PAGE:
Another new adaptation of Carlo Collodi’s famous series of adventure stories (the second release of such a film this year alone), Guillermo del Toro’s Pinocchio brings with it all the director’s wonderful stylistic and philosophical obsessions, as the name in the title suggests. Throwing out everything but the bones of Collodi’s story, del Toro uses Mussolini’s Italy as its backdrop, this version reveling in the monstrous. As with GdT’s recent Oscar-winner The Shape of Water, there’s a dash of classic monster movies during Pinocchio’s very creation.

But despite having fun in making Pinocchio a little nightmarish, del Toro, co-director Mark Gustafson (animation director on Fantastic Mr. Fox) and co-writer Patrick McHale (Over the Garden Wall) wonder: is being a wooden boy really so monstrous? Pinocchio’s imperfections—one ear, nails protruding from his back, and the hole in his chest where a heart should be—all become celebrated, as the story is ultimately one of acceptance rather than conformity. This Pinocchio doesn’t pine for the body of a “real” boy, he only wants to be loved. The journey he takes to understand how to be loved carries the same macabre comic tone as McHale’s famous autumnal fable, with Pinocchio happily wandering the land of the dead, and conversing with chimeric creatures similar to those in Pan’s Labyrinth.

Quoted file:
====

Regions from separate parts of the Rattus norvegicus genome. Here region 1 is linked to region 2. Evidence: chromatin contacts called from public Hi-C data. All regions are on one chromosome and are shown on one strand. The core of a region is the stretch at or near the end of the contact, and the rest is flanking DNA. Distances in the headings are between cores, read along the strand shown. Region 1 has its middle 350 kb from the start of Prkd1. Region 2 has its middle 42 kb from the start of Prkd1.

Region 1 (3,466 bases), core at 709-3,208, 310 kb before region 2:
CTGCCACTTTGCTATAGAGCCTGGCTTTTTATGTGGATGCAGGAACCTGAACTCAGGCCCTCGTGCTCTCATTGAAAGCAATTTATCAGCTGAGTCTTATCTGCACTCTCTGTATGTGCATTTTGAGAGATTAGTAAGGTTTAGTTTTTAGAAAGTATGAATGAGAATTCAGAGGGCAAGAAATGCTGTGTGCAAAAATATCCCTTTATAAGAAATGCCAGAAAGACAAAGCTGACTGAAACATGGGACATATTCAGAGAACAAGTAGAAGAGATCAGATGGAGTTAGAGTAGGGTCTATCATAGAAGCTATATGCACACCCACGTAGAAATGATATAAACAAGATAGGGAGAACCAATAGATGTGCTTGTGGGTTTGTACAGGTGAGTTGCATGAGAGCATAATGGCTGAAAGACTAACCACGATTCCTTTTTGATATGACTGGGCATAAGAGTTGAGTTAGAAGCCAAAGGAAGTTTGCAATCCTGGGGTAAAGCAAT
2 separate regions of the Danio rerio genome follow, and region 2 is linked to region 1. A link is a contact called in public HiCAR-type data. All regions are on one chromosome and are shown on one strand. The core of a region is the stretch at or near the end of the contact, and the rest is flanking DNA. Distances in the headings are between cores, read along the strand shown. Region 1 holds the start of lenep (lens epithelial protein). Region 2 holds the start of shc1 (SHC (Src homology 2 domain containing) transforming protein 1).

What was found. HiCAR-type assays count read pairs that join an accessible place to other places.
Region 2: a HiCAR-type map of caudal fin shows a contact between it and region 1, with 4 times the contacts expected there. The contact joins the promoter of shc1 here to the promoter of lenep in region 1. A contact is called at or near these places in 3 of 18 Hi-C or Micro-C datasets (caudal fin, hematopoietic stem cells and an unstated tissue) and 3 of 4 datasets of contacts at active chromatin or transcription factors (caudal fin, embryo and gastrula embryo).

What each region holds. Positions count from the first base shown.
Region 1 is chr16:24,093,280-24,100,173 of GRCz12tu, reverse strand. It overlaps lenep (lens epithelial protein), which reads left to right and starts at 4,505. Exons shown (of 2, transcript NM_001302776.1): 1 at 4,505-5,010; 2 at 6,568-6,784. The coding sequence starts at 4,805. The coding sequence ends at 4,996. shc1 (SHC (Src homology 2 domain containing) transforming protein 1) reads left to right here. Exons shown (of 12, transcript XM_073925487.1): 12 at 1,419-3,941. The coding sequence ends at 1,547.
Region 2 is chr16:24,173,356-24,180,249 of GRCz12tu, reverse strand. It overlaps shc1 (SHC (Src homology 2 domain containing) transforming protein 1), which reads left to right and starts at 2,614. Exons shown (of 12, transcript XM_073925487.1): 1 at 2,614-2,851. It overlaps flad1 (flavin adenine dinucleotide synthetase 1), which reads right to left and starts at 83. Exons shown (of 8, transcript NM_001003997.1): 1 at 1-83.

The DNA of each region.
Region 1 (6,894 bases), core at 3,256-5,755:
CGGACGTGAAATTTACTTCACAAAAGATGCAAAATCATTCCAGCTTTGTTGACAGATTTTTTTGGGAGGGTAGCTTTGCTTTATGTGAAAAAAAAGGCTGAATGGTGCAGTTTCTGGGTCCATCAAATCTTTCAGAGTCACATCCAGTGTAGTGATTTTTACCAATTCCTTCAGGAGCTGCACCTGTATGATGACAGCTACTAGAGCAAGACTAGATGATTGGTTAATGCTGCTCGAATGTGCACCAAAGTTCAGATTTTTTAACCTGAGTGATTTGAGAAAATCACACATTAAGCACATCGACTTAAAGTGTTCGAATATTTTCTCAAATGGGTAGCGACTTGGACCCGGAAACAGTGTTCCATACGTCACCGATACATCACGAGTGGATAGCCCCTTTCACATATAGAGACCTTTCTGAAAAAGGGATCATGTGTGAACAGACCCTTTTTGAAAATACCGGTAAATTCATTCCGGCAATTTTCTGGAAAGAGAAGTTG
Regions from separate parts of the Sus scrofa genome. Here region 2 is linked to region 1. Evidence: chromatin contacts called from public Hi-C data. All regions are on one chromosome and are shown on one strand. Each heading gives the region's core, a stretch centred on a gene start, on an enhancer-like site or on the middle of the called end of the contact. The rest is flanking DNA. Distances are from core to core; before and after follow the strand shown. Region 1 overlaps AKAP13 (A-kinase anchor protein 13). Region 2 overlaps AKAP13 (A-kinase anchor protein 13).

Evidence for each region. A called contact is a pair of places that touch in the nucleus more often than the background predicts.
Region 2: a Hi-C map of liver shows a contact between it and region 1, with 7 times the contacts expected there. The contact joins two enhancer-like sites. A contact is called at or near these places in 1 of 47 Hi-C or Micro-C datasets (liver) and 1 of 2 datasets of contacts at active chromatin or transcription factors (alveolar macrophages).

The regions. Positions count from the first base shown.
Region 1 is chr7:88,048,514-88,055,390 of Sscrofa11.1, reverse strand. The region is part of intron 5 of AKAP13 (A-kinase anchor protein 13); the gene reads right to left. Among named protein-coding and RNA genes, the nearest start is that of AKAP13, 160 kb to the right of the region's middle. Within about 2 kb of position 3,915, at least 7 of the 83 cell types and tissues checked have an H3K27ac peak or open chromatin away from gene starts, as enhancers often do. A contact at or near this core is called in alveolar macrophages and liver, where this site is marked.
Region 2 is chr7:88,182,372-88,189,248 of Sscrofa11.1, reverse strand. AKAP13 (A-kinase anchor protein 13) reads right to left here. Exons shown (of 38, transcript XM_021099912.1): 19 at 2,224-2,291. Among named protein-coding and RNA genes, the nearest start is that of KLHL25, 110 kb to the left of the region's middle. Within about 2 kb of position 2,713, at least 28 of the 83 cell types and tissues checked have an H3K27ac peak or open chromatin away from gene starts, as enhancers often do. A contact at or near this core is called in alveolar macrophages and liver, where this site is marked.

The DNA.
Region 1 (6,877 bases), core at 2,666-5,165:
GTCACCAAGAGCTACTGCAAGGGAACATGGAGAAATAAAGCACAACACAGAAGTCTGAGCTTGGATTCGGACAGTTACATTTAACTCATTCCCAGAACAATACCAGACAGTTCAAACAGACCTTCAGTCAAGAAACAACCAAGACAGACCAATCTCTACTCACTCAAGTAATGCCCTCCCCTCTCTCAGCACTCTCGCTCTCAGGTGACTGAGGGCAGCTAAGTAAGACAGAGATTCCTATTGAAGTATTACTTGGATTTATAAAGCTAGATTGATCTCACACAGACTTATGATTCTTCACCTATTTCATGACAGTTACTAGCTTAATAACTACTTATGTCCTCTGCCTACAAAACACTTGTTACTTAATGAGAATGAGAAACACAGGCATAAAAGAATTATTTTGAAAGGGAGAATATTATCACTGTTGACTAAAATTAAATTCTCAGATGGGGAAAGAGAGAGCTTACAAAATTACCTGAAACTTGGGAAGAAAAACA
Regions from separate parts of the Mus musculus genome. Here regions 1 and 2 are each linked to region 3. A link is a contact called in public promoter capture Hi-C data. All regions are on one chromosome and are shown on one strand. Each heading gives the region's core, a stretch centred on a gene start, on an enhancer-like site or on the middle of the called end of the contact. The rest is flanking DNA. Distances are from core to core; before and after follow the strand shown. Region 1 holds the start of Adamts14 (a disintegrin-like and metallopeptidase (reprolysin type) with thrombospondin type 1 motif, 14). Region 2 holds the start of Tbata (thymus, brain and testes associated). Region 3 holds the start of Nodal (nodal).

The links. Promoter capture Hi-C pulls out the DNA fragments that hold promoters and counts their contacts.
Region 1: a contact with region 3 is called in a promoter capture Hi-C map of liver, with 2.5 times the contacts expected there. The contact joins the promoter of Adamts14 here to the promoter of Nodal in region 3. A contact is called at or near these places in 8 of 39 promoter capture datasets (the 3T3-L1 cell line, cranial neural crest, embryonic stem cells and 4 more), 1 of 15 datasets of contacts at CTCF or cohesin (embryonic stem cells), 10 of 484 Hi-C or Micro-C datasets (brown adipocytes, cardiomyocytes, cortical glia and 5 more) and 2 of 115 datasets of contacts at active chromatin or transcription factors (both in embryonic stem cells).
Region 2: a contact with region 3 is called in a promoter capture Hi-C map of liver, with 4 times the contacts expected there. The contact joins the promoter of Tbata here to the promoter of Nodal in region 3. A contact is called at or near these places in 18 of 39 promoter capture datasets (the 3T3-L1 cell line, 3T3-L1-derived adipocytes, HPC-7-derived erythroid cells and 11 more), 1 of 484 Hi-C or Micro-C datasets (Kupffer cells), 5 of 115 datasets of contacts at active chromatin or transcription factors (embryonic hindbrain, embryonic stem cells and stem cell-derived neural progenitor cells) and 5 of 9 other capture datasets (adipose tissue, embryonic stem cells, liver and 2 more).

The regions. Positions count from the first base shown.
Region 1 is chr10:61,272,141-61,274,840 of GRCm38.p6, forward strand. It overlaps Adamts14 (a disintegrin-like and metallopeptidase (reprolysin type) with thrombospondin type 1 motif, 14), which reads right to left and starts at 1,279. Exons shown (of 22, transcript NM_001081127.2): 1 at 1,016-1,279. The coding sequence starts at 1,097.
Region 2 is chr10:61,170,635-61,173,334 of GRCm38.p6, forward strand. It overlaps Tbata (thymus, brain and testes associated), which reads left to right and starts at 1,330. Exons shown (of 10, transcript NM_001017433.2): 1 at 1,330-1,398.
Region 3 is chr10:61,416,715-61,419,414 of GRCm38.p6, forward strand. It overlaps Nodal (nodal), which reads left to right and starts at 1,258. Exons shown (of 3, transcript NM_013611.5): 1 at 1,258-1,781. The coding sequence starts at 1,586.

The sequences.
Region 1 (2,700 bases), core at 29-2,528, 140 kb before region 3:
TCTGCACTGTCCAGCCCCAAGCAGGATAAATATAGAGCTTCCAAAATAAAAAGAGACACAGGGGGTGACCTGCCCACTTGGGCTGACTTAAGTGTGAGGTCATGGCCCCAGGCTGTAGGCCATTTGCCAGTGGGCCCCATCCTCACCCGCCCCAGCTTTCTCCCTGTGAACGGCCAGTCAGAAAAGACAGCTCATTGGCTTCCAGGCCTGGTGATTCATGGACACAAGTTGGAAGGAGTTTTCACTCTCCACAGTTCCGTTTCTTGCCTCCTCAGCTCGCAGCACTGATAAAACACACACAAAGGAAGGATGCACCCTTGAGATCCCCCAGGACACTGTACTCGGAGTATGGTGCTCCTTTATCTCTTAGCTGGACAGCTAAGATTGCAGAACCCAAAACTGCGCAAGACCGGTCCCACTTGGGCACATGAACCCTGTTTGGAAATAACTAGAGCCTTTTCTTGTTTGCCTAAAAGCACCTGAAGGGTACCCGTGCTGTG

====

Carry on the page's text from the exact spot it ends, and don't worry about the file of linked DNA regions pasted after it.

Along with some new thematic interests (“All rise for the anti-fascist Pinocchio,” writes Jay), tactile, practical craft takes precedence, as the director has passionately highlighted in the run-up to the film’s release, foregrounding the craftspeople (including Laika’s former head of puppets, Georgina Hayns), righteously preaching animation’s breadth and emotional power, and the unique pleasures of stop-motion as a medium.

That passion is prominent in Pinocchio—not just in its puppets, but also in its gorgeous painted backdrops rather than the CG environments of Laika’s works (or the hideous CG of Zemeckis’s adaptation), as it insists on hand craft at every turn, dedicated to in-camera effects work and updates of traditional techniques. Not to sell short its other, simpler pleasures too—as Alice puts it, “Every fairy tale should feature a singing and narrating Ewan McGregor.” Truer words, etc. KC

How to Blow Up a Pipeline

Directed by Daniel Goldhaber, written by Goldhaber, Ariela Barer, and Jordan Sjol, from a novel by Andreas Malm. Acquired by Neon. Seen at: TIFF.

Daniel Goldhaber’s adaptation of Andreas Malms 2021 nonfiction property damage proposal, How to Blow up a Pipeline is a rarity within the fall film festival circuit. It is an independent feature without an award-starved star that completely blew the lid off TIFF.